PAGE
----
Karl Hagedorn (1922–2005) was a German American painter, who worked on lithographs and etchings. He should not be confused with another artist of the same name, who was born in Berlin in 1889, settled in Manchester, England, in 1905, and died in 1969.
Hagedorn was born 1922 in Güntersberge (Harz) in Germany. From 1956 to 1959, he studied at the Academy of Fine Arts in Munich, designing and executing mosaics and murals. In 1959 he emigrated to the United States, where he lived and worked in St. Paul, Minnesota as a free-lance artist. From 1962 to 1965 he designed stained glass windows and became Art Director at the Catholic Digest. From 1960 to 1972 he was a faculty member of St. Paul Art Center and in 1971 and 1972, also a faculty member of Hamline University, both in St.Paul. He then traveled for six months through Europe, before returning to USA. From 1973 to 1997 he worked and lived in New York. In 1998, he moved to Philadelphia, where he died in October 2005. Since 1967 his works have been shown frequently in both one-man and group exhibitions in the United States and Europe. He had numerous individual exhibitions in galleries, and participation in museum and group exhibitions. His work is represented in many public collections, including the Neues Museum Nürnberg.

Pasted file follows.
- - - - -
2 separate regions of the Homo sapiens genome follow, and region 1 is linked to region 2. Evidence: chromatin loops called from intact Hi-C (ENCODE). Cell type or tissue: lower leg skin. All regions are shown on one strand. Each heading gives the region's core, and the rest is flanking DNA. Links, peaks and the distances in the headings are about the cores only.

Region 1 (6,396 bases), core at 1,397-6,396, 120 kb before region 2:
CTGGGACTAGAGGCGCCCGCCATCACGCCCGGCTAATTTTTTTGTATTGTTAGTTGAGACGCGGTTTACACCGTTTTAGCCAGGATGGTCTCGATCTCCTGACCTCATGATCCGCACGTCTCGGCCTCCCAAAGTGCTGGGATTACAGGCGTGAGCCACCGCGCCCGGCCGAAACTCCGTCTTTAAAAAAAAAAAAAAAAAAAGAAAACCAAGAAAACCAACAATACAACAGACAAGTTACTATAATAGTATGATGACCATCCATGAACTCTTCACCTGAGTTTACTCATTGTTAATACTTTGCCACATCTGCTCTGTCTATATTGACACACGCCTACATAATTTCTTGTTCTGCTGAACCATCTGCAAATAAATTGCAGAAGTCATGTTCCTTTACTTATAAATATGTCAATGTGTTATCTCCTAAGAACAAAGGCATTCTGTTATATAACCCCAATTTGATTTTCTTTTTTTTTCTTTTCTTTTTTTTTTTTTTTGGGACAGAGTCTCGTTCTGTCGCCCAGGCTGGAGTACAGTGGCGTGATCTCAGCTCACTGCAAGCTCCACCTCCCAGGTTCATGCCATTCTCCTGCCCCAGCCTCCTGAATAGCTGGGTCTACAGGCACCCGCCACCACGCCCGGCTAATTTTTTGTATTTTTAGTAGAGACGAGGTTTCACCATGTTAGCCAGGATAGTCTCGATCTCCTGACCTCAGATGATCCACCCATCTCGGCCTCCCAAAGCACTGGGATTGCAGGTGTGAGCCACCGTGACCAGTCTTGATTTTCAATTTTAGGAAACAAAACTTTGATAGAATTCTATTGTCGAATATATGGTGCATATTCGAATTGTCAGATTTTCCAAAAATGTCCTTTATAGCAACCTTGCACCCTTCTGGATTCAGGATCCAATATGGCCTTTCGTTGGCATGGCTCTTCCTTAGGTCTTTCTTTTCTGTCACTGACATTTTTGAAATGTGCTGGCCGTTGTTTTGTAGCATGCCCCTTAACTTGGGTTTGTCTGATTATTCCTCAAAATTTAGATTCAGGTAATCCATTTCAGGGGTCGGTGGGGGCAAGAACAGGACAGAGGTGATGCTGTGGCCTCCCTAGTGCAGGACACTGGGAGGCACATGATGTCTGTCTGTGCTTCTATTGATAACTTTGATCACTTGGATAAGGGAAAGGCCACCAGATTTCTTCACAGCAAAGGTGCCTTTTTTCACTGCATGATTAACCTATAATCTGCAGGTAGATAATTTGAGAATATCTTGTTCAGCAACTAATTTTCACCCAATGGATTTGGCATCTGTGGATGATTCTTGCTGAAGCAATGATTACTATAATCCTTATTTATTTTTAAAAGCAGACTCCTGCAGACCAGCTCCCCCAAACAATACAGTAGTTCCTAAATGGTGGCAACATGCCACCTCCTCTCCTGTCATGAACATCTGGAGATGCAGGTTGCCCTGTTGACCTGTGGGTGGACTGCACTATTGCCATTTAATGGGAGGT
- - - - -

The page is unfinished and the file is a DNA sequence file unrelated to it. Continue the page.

1966: First Award for Graphic, Minnesota State Fair Exhibition and Purchase Award / “Drawing USA”, St. Paul Art Center. 1967: Merit Award, “Minnesota Biennal”, Minneapolis Institute of Arts.
Hagedorn was always interested in one theme: Man and machine. “In the early USA paintings of Hagedorn, there appear, at first sparingly and later on in increasing numbers technical components – fragments of machinery, graphic elements, traffic and sign symbols. The more the human figure becomes abstract and geometrical, almost robot-like, the more the abstract parts become humanized, softer and more supple, as if they wished increasingly to assume a human nature.”(Wolfgang Horn quoted in Hagedorn, 1998)
In the spring and summer of 2014 the Anita Shapolsky Gallery on the Upper East Side in New York City exhibited “Symbolic Abstraction” by Hagedorn.
“My painting developed itself from the human form. Herein lies the key to all future works. The mechanism of the organic, the electrical-chemical-physical system of the brain, the neurological system […] – all of this interests me more and more. I understand these things indirectly […] to interpret, to react to them […]. In this respect, mechanical elements, graphic and cartographic symbols, words or parts of words, letters and figures represent connections to the human system […]. The human figure, in its external appearance, disappeared from my paintings; the configuration of an idea or idea or image of humans – in the cosmos – is what I try to make visible.” (Karl Hagedorn in conversation with Curt Heigl)
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